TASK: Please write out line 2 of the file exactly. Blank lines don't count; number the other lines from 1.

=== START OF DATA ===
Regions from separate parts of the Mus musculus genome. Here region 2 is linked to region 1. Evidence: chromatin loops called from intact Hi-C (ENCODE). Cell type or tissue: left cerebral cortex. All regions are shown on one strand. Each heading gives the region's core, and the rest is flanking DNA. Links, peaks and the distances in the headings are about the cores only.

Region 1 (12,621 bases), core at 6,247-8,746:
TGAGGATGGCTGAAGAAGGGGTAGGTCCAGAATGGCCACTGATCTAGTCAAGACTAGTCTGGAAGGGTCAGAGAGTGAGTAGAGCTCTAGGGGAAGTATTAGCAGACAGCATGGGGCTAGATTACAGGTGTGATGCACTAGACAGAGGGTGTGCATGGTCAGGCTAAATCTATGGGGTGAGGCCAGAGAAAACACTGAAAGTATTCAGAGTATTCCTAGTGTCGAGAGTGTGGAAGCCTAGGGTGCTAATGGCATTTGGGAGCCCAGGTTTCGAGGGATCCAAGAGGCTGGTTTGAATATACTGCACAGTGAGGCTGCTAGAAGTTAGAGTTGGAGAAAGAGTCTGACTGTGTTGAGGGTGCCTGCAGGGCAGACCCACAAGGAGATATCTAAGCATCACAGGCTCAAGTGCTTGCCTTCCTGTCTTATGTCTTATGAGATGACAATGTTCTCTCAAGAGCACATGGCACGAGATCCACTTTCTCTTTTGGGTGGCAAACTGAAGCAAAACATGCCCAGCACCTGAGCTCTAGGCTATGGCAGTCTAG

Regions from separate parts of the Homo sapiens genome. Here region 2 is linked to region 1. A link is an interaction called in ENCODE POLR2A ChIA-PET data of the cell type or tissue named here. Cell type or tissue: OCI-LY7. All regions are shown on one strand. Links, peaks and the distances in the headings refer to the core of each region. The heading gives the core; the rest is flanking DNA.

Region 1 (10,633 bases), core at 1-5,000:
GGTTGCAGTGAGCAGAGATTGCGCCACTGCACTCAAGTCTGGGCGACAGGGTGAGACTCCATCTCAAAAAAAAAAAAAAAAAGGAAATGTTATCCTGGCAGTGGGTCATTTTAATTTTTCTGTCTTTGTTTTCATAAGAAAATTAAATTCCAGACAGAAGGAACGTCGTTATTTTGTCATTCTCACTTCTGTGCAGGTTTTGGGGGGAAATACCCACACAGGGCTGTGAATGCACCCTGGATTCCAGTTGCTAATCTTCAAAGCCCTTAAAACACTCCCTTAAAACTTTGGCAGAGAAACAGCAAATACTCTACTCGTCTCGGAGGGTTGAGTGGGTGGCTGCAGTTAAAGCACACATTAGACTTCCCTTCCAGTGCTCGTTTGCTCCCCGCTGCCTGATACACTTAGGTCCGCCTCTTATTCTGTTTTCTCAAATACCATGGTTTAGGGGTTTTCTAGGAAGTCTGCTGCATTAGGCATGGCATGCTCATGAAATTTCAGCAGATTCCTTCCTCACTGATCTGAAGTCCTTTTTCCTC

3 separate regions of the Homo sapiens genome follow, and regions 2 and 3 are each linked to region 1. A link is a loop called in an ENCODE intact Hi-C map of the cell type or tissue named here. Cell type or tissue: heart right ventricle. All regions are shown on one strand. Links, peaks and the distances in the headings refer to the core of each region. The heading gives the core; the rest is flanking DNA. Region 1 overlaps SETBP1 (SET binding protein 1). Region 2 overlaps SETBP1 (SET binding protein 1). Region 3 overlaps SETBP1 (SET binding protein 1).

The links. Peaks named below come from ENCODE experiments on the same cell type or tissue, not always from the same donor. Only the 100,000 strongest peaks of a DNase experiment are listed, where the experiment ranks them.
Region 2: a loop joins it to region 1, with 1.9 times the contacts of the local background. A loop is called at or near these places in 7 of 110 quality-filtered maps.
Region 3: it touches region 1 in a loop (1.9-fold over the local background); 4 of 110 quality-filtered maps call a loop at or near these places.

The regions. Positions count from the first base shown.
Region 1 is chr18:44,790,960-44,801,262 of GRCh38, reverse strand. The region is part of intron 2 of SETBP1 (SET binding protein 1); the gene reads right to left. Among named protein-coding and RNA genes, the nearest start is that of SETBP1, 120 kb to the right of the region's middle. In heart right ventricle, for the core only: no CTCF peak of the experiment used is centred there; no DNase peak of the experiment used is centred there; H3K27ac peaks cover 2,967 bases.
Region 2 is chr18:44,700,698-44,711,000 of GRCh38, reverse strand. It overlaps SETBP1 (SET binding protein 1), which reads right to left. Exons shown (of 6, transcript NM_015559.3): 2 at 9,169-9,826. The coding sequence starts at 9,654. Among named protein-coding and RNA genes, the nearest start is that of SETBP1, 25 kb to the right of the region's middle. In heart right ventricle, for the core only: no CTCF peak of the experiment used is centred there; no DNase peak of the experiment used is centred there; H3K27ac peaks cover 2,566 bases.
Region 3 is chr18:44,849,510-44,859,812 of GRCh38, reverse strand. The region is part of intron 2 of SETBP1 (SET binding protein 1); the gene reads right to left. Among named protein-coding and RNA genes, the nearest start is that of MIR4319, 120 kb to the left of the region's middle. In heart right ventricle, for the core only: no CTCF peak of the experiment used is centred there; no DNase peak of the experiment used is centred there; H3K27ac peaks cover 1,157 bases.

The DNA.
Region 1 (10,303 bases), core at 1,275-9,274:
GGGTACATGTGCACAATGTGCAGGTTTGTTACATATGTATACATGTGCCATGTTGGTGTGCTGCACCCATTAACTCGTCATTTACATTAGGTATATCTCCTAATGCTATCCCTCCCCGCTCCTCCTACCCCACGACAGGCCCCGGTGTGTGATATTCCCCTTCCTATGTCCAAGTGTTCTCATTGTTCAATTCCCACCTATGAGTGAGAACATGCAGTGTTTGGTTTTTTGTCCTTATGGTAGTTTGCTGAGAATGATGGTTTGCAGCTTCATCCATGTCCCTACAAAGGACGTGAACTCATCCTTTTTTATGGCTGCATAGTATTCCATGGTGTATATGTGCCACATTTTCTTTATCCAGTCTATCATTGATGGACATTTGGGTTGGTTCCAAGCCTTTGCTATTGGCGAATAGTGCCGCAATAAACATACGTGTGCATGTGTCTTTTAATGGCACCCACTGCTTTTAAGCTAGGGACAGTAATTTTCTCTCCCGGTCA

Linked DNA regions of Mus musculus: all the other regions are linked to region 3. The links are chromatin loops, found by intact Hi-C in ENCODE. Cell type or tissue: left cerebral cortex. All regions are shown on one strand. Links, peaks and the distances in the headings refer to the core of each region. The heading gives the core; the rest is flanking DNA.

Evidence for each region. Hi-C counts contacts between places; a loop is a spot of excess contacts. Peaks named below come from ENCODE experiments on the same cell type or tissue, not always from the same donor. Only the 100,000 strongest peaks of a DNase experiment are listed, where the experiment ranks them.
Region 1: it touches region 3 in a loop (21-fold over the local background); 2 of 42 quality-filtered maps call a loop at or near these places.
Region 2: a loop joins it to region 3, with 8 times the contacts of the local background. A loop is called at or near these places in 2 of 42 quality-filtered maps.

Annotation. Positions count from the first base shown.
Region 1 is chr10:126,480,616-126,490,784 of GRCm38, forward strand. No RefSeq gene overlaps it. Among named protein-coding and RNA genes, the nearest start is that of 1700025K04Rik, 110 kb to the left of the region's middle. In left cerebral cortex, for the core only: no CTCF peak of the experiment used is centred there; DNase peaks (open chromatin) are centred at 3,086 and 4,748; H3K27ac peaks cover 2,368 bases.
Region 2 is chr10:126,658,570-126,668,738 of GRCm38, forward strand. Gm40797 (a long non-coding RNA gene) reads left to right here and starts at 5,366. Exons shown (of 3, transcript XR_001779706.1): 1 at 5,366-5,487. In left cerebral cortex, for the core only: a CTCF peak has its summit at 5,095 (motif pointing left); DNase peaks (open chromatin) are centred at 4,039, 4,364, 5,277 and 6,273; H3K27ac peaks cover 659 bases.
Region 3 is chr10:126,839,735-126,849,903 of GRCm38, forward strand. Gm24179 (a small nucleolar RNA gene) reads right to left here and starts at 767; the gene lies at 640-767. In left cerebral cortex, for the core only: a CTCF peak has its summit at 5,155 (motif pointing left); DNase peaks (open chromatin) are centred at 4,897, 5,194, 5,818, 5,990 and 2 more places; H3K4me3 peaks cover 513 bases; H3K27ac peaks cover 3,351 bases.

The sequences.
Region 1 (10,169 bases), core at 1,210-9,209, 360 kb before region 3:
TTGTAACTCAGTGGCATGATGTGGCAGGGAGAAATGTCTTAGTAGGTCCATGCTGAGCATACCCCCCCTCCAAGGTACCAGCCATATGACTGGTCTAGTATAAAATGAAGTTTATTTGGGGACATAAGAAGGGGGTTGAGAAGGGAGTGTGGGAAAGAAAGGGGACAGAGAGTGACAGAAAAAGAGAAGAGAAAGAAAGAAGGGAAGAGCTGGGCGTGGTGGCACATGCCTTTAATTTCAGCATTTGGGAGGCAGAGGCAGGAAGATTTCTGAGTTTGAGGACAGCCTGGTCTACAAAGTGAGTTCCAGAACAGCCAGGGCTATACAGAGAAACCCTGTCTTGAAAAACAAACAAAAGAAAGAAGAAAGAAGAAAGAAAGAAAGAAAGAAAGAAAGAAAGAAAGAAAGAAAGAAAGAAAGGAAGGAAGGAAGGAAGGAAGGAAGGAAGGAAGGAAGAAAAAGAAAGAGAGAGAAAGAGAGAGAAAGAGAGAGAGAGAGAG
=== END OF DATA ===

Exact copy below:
Region 1 (12,621 bases), core at 6,247-8,746: